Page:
Parental Alienation – Loosening The Gordian Knot
Two recent cases, Re A (Children) (Parental Alienation) and In Re H (A Child) (Parental Alienation), have once again highlighted the need for lawyers and courts to be live to the possibility of parental alienation.
Sir James Munby, recently called for a, “comprehensive international literature review of all the existing non-legal research into the existence, causes, and consequences, and means of identifying parental alienation…” given the lack of clear information about process and outcomes in private law proceedings.
Failure to identify and address these issues can, at best, leave the child’s needs neglected and, at worst, cause significant harm to the children involved. A recent research study by Dr Barnett of Brunel University [20.1.2020] calls into question the validity of parental alienation in many cases, arguing that parental alienation and domestic abuse are not treated as equal counterparts, and an apparent case of parental alienation may be put forward to obscure domestic abuse. Like Sir James, she comments that: ‘“It’s all very well to look at the reported cases in the study, but we really don’t know what is going on in the thousands of cases in the lower courts. We need to know to what extent parental alienation is being alleged, whether it is justified, how it’s being constructed and what its consequences are.”
Re A demonstrates the devastating effects of not identifying parental alienation at a stage in the child’s life when it could have been successfully addressed. By the time the case came to court, the relationship between the alienated parent and the children was irreparable. The judge commented that it seems highly likely that the resulting damage will have long-term negative effects on all of them.
Re H highlighted that professionals’ ability to identify parental alienation can be seriously lacking. Thankfully the court in that case was assisted by Dr Janine Braier, “one of the country’s foremost experts in the field of parental alienation”. She concluded that parental alienation had occurred, contradicting the social worker’s section 37 report which was found by the court to be “woefully inadequate”.
More than a year ago, Cafcass introduced a child impact assessment framework to help its family court advisers identify how children are experiencing parental separation and to assess the impact of different case factors on them, including parental alienation particularly where ‘a child’s hostility towards one parent is not justified and is the result of psychological manipulation by the other parent.’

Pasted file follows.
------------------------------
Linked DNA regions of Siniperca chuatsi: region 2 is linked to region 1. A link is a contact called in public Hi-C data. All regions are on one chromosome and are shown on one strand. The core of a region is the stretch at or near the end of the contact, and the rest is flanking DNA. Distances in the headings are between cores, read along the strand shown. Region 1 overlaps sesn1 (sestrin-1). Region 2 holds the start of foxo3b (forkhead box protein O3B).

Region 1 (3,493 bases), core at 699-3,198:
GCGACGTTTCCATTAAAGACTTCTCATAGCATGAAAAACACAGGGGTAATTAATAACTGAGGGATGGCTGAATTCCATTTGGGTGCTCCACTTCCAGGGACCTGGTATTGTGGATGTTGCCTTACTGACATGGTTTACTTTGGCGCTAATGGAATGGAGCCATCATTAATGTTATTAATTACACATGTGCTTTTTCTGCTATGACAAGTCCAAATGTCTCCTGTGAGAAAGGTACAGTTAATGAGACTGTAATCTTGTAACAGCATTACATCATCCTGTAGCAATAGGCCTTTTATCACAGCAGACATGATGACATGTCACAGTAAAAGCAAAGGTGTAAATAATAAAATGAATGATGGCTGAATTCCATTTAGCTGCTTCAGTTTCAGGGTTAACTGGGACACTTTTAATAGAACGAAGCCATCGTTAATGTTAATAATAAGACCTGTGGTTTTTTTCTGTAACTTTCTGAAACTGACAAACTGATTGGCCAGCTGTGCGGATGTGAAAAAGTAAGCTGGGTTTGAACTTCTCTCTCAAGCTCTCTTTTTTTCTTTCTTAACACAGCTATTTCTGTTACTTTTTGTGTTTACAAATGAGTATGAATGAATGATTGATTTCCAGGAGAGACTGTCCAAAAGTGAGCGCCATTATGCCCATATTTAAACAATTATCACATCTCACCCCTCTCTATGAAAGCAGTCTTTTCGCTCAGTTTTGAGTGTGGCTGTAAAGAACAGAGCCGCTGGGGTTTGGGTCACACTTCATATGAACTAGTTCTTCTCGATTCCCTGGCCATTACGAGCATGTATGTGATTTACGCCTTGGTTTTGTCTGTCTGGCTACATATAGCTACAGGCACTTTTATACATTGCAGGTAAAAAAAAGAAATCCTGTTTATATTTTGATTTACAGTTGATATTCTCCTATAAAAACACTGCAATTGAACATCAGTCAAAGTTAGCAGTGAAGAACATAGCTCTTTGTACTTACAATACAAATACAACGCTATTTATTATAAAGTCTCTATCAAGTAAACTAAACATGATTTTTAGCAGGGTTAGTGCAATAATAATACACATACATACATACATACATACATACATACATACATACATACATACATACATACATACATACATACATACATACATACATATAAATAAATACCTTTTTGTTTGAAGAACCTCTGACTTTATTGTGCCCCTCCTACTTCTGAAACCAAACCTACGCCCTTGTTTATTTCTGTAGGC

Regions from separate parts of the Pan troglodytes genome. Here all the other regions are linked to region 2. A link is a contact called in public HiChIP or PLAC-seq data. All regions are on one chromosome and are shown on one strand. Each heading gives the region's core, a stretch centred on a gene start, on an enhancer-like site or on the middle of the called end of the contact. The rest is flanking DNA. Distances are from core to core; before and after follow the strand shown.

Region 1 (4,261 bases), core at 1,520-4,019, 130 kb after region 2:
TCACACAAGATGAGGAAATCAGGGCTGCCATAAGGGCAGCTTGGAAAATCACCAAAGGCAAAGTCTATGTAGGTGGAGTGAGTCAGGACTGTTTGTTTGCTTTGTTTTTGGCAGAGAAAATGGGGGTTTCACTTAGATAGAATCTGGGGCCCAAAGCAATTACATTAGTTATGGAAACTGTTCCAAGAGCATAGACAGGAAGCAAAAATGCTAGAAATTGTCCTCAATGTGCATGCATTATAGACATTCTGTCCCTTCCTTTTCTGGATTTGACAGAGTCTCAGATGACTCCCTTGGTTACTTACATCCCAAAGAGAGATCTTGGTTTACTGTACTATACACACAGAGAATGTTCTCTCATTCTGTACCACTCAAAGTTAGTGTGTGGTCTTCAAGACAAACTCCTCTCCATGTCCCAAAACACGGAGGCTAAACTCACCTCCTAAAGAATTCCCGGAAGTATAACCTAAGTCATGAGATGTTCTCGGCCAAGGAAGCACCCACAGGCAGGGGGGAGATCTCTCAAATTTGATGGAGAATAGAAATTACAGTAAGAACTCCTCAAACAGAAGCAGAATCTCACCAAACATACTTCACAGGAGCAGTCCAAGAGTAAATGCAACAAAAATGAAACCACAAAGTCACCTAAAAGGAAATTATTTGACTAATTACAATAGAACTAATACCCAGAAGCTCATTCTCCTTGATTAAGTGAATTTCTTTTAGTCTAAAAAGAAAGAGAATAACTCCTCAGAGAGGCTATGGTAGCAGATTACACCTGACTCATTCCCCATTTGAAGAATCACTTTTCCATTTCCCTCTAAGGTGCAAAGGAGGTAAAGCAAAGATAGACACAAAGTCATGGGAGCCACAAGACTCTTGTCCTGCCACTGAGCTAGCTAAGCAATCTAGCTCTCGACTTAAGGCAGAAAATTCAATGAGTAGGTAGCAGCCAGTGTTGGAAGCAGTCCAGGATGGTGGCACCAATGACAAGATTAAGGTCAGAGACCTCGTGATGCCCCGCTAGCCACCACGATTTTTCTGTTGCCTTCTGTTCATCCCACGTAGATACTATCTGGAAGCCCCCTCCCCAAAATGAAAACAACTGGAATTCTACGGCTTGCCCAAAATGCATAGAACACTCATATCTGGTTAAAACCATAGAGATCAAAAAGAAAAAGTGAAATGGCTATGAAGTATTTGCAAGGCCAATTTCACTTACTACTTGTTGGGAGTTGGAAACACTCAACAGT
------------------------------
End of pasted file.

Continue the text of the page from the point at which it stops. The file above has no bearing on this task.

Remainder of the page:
The problem with identifying parental alienation is all the more difficult when one, or both parties are unrepresented and absent appropriate expert evidence. Increasingly, this is the case with the limitations on the availability of legal aid in disputes between parents about arrangements for the children. This predicament has been decried by the current and past Presidents of the Family Division.
Sometimes an alienating parent may also have an underlying psychological or psychiatric disorder.
Alienated parents themselves are unlikely to be aware of the nature, complexity or, at times, subtle presentation of the issue, the chronic nature of the problem and the potential, serious, long-term effects of it on the child.
One of the key things for a parent who is the subject of developing alienation to bear in mind is to persist in seeking to maintain a relationship with the child, a principle now enshrined in the Children Act 1989. Sometimes the alienated parent may need specialist help to identify parental alienation and to rebuild the direct relationship with the child. And seeking support as soon as possible is one of the best ways to re-establish the child’s relationship with both parents.
Proceedings of this nature can be drawn out, and the alienated parent may have to face apparent, and at times entrenched resistance from their own child to seeing them, false allegations of physical or, even, sexual abuse, and professionals who may not be qualified or may fail to identify parental alienation.
The stakes are high in such cases, and, not infrequently, the only option left at the end of proceedings is for the child to be ordered to live with the alienated parent to prevent further psychological harm and to repair the damaged relationships.
Written by Barry McAlinden, Barrister and Anna Dannreuther, Pupil Barrister, at Field Court Chambers in London.